3. I’m dipping my toes in the car market right now, and I’m looking exclusively used because they haven’t made the car I’m looking for in a few years; 2-door VW GTI with a manual. I was going to hold out for a Maverick, but that’ll wait until they are a few model years old and they start making their way into used inventories.

    Generally I/we don’t buy new anyway.

  4. Musk has such thin skin. No wonder they dissolved the PR department and won’t loan out vehicles to the press. Doing those things means you have to tolerate criticism.

    As an aside, I still can’t believe people are paying over $10k for FSD despite the fact that no Tesla to date has the required hardware for true autonomy. Especially since they ditched radar in some (all?) models so they only rely on cameras. At best it’ll end up a Level 3 system, but it isn’t there now.

    1. We all agree that at some point in the next decade, Tesla is going to be obliterated by the kind of legal shitstorm that makes Dieselgate look like Judge Judy fare, right?

      Think of how many people are paying $10k-plus for Full Self Driving, a capability which Tesla has already told regulators its hardware will never be able to achieve. Add to that all the bad-faith advertising about its capabilities, especially with respect to Elon’s claims of safety, and you’ve got some real deep legal shit brewing.

  5. “You’ve been given $25,000 to buy four cars that accurately represent the four seasons. One for spring, one for summer, one for autumn, and one for winter.”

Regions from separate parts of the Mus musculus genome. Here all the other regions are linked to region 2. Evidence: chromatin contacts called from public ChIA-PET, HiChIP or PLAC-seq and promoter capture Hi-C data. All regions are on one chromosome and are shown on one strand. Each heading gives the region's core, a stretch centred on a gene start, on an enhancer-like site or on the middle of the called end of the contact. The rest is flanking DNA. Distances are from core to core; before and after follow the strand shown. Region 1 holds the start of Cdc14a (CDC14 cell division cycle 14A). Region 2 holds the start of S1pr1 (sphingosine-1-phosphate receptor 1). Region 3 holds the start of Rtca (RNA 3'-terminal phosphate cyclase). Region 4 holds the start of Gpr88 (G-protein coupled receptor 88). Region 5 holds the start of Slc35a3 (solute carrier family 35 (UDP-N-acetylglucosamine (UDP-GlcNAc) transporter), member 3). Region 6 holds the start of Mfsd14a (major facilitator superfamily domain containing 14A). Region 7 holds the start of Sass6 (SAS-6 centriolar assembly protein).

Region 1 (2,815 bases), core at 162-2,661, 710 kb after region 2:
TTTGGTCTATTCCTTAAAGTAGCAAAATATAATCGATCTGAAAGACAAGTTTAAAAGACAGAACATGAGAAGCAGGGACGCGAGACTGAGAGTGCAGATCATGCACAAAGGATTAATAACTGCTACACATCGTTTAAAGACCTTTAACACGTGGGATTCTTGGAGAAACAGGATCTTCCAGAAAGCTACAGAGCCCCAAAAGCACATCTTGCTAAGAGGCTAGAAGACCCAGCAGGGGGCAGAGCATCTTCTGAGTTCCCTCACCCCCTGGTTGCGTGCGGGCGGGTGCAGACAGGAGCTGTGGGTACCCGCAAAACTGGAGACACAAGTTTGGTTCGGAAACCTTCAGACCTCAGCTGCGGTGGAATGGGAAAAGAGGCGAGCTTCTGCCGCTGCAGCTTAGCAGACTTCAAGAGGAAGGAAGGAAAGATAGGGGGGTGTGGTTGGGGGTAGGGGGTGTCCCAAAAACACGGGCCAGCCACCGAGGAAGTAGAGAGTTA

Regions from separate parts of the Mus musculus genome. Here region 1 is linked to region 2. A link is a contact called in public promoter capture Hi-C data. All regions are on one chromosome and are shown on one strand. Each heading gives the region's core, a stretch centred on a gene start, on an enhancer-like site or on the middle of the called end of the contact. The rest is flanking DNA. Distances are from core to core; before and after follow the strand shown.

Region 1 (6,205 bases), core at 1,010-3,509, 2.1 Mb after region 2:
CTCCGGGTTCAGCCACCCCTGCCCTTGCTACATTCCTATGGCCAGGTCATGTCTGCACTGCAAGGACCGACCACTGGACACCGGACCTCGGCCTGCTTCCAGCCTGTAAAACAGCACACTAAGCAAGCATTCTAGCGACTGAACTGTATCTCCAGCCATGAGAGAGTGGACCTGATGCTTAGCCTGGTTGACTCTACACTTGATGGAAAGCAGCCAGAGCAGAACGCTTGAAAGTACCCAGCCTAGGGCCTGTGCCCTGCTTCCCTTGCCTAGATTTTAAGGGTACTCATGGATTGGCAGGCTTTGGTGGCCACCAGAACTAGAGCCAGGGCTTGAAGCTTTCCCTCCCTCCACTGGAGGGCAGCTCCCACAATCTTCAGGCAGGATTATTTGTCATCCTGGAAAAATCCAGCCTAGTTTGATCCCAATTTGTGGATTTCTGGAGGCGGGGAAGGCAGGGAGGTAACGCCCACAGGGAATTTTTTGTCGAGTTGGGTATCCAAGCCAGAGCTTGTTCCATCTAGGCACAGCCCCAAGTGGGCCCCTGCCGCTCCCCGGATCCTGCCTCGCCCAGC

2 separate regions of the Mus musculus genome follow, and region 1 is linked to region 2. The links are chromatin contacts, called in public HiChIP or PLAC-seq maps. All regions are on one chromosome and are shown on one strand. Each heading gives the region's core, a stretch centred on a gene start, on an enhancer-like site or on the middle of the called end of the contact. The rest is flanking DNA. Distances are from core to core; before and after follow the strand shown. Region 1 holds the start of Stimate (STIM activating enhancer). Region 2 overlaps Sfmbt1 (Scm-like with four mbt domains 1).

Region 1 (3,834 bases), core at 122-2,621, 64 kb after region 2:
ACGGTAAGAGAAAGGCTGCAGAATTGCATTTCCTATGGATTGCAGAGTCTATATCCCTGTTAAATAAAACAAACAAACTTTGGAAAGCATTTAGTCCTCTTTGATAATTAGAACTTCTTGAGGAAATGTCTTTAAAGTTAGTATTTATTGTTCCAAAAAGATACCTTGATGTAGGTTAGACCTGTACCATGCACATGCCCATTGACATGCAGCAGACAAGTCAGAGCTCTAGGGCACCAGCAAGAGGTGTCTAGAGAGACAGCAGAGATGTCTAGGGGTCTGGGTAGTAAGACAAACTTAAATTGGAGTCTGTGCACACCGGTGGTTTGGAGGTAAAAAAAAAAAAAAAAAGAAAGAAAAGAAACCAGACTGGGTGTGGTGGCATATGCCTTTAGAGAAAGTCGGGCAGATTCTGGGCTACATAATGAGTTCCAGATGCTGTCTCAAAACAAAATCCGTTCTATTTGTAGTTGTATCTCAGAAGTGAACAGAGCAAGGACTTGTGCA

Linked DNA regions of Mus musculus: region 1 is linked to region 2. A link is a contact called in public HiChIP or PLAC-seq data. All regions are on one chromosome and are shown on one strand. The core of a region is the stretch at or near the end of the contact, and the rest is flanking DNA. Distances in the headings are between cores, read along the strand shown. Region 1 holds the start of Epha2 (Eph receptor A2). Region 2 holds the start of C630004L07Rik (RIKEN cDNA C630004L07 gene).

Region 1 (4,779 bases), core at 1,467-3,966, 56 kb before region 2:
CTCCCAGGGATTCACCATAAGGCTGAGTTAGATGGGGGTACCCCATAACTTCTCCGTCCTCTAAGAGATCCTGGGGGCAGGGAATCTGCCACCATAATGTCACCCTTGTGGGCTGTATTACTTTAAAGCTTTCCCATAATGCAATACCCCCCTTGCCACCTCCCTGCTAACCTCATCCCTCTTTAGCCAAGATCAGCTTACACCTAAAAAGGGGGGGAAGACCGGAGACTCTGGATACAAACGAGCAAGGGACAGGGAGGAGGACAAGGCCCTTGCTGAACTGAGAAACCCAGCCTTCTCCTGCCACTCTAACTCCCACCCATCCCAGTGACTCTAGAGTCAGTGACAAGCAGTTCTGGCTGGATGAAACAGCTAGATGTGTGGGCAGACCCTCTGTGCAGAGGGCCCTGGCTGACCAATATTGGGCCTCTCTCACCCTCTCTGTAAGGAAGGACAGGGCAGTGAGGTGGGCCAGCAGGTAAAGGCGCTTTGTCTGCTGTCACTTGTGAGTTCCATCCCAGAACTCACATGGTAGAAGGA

It’d be hard to find 4 for $26k, but it would be 4 Wranglers in various states of dress.
    Winter: hardtop with snows
    Summer: bikini top, no doors
    Spring/fall: soft top with half doors.

    1. Haha my first thought was to make a joke about just configuring four different Wranglers. I don’t know enough about them to follow through, though.

      Maybe take the DT route and find four junkers, each with a rust pattern that recalls a specific season?

    2. Yep, I DD my JKU year round. It’s nice to have in spring when we get the occasional 2 day snow storm, it’s nice in summer with the top/doors off, it’s nice in the fall with the top down to see the foliage, and it’s nice in the winter with its part time 4×4.

  6. Quite the challenge in today’s market to get four running cars for 25k. Took a swing anyways. I used some sales near me.

    Summer: 1994 Mercury Capri.
    Fall: 1996 Ford T-Bird (my parents had one, besides the breaks it was good, that can be upgraded).
    Winter: 1998 Lincoln Navigator.
    Spring: 84 Monte Carlo (not SS). My dad had one and it was awesome.